Walmart Is Adding More Robots to Its Workforces, in an Effort to Give Existing Employees ‘More Satisfying Jobs’

The goal is to automate tasks rather than entire roles

Walmart will be releasing nearly 4,000 in-store robots. Walmart
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Walmart is expanding its fleet of in-store robots following a 2018 trial at “just a few locations,” however, it did not provide assurances about employee jobs in its announcement.
Instead, Elizabeth Walker, manager, brand content of Walmart Corporate Affairs, said in a statement, “The idea is that by leaning into the future, associates will be able to have more satisfying jobs as retail continues to change.”
That’s arguably a more realistic take on the relationship between people and machines in the workforce versus, say, retailers like Giant Food Stores, which says that no human jobs are jeopardized by its spill-detecting robot Marty.
Walmart has 1.5 million U.S. employees, so there will still be roughly 375 human employees for each in-store robot. The latter includes 1,500 autonomous floor cleaners called Auto-C, which move through open parts of the store; 300 more shelf scanners, called Auto-S, which also rove around the store, scanning items on store shelves to “help ensure availability, correct shelf location and price accuracy”; 1,200 additional Fast Unloaders, which collaborate with shelf scanners to sort items from delivery trucks by priority and department; and 900 more Pickup Towers, which associates load with goods ordered online for in-store pickup and customers can use “like a giant vending machine to retrieve their purchase.”
In an email, a Walmart rep said investments in store technology are shaping how the retailer thinks about turnover and hours, but it is automating specific tasks rather than entire jobs. The tasks being automated are generally things it struggles to find, hire and retain associates to do. The rep also pointed to 40,000 new jobs created for online grocery picking in the last 18 months.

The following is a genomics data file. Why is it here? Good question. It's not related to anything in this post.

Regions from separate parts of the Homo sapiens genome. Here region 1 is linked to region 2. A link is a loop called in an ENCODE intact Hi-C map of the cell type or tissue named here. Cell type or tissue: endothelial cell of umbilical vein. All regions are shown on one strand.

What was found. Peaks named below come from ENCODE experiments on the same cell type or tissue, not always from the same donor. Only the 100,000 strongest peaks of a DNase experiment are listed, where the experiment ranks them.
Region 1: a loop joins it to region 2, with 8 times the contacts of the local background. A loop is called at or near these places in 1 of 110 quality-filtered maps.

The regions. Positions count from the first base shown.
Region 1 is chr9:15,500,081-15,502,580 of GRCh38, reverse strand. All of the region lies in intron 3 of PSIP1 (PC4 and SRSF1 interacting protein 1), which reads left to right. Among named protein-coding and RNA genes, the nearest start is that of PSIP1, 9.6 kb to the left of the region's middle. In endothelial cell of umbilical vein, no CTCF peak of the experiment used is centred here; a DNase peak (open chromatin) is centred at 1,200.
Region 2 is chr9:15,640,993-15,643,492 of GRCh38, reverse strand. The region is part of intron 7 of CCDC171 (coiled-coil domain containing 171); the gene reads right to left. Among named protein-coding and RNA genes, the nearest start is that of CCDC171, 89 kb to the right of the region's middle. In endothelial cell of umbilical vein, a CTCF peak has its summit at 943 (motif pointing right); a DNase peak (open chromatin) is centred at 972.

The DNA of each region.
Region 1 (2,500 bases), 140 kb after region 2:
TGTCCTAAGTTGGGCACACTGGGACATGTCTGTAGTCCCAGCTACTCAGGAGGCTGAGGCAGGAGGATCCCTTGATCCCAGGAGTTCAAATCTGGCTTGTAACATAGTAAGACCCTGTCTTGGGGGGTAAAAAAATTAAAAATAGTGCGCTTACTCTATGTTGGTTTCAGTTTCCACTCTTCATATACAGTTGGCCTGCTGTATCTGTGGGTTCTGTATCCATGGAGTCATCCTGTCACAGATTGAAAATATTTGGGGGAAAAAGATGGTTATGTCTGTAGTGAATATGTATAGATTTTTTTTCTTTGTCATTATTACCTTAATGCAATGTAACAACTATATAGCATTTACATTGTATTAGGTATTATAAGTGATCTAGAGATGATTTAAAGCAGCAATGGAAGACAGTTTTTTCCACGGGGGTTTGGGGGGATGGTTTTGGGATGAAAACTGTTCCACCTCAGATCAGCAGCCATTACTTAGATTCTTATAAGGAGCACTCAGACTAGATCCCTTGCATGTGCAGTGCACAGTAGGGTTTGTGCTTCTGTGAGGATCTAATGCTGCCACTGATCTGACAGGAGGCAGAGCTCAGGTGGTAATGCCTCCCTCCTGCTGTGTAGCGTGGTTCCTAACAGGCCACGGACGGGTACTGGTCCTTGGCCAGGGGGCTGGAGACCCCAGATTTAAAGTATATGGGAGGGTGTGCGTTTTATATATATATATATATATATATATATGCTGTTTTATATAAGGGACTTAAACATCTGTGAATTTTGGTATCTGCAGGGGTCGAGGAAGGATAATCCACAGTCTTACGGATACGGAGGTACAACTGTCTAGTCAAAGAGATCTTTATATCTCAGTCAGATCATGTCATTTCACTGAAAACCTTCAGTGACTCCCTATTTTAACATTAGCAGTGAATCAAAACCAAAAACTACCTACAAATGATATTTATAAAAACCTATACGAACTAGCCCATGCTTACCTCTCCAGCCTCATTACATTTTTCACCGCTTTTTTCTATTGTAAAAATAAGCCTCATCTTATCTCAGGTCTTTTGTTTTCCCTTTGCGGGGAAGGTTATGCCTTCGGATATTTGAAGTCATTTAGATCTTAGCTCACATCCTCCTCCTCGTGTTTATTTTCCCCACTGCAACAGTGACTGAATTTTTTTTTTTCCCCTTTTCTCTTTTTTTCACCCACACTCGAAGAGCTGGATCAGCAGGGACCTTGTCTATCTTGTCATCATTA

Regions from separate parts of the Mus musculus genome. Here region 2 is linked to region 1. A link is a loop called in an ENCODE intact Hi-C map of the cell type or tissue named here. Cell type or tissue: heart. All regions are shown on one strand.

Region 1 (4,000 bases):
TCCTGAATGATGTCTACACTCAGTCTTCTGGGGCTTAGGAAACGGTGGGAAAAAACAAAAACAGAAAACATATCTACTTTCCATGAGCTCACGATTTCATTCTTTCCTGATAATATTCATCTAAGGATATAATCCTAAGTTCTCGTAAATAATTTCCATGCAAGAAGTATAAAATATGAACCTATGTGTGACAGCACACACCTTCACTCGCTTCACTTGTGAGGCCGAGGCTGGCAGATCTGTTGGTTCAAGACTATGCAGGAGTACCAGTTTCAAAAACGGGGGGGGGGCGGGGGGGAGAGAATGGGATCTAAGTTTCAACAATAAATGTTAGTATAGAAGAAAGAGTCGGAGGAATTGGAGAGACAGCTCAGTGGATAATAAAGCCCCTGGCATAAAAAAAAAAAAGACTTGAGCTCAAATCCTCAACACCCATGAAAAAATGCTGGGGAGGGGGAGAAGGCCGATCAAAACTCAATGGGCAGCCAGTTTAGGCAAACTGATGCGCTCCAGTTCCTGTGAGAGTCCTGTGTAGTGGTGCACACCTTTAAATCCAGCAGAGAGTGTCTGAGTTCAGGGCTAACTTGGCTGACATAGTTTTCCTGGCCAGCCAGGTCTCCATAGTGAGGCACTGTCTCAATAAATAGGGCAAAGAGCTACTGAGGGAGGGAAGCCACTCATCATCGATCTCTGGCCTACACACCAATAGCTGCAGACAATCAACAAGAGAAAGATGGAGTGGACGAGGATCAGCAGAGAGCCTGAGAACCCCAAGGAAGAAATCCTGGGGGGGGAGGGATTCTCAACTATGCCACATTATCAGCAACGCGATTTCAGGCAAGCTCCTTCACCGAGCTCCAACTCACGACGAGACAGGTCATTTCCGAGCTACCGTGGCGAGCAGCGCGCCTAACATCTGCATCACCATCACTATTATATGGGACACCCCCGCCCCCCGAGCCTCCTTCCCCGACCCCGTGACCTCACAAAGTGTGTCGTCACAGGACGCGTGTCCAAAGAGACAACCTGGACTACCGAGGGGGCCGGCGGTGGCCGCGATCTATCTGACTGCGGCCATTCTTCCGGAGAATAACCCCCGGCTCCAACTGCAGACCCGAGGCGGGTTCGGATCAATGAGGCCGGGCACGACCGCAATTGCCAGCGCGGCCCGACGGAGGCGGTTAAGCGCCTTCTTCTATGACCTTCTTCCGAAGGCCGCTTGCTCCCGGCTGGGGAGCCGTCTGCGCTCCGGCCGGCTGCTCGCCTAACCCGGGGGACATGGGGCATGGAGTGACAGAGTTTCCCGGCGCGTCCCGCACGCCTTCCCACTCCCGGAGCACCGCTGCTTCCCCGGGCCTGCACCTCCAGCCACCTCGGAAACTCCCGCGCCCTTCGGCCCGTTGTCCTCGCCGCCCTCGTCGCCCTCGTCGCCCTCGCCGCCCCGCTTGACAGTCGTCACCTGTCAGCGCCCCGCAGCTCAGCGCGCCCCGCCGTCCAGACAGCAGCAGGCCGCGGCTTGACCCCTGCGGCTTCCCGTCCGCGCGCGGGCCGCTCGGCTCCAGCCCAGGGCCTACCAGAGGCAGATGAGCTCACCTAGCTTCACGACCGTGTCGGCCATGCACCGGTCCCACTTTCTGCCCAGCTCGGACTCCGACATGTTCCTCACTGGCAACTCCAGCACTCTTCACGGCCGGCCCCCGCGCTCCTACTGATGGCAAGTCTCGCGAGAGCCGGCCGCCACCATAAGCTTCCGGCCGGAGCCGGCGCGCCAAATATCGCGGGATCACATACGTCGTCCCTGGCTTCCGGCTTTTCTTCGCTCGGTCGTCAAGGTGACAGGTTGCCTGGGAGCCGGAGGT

“We do expect some hours will be pulled over time for some of these repetitive [roles], but either through attrition … or through reinvestment into the store, we will try to absorb those pulled hours into different roles that didn’t exist a few short years ago, like the online grocery picking role,” the rep added.
In a statement, John Crecelius, senior vice president of central operations for Walmart U.S., said Walmart associates “immediately understood the opportunity for the new technology to free them up from focusing on tasks that are repeatable, predictable and manual. … It allows them time to focus more on selling merchandise and serving customers, which they tell us have always been the most exciting parts of working in retail.”
A report from the Brookings Institution, a nonprofit public policy organization, found that office administration, production, transportation and food preparation jobs will be impacted most by automation, along with men, young people and “under-represented communities.”
Retailers stress that robot helpers “[free] up our associates to serve [customers] better.”
As previously reported, robots are still fairly unsophisticated and not much of a threat, but they are improving a lot faster than humans. That’s partially why the United Food and Commercial Workers International Union has expressed concern on behalf of the employees it represents. We also saw some anxiety over this rapidly approaching robotic future reflected in the flood of Super Bowl ads featuring robots this year.
In a prior interview, Ben Goertzel, CEO of SingularityNet, a marketplace for AI algorithms, echoed Walmart’s statement, saying, “Going forward, there will be less and less economic utility for repetitive physical or mental labor carried out by humans. The good news is, this means more humans will be freed up for aesthetic, intellectual, spiritual, social and entertainment pursuits.”
However, he also noted that there will likely be some chaos as society adapts.


@lisalacy lisa.lacy@adweek.com Lisa Lacy is a senior writer at Adweek, where she focuses on retail and the growing reach of Amazon.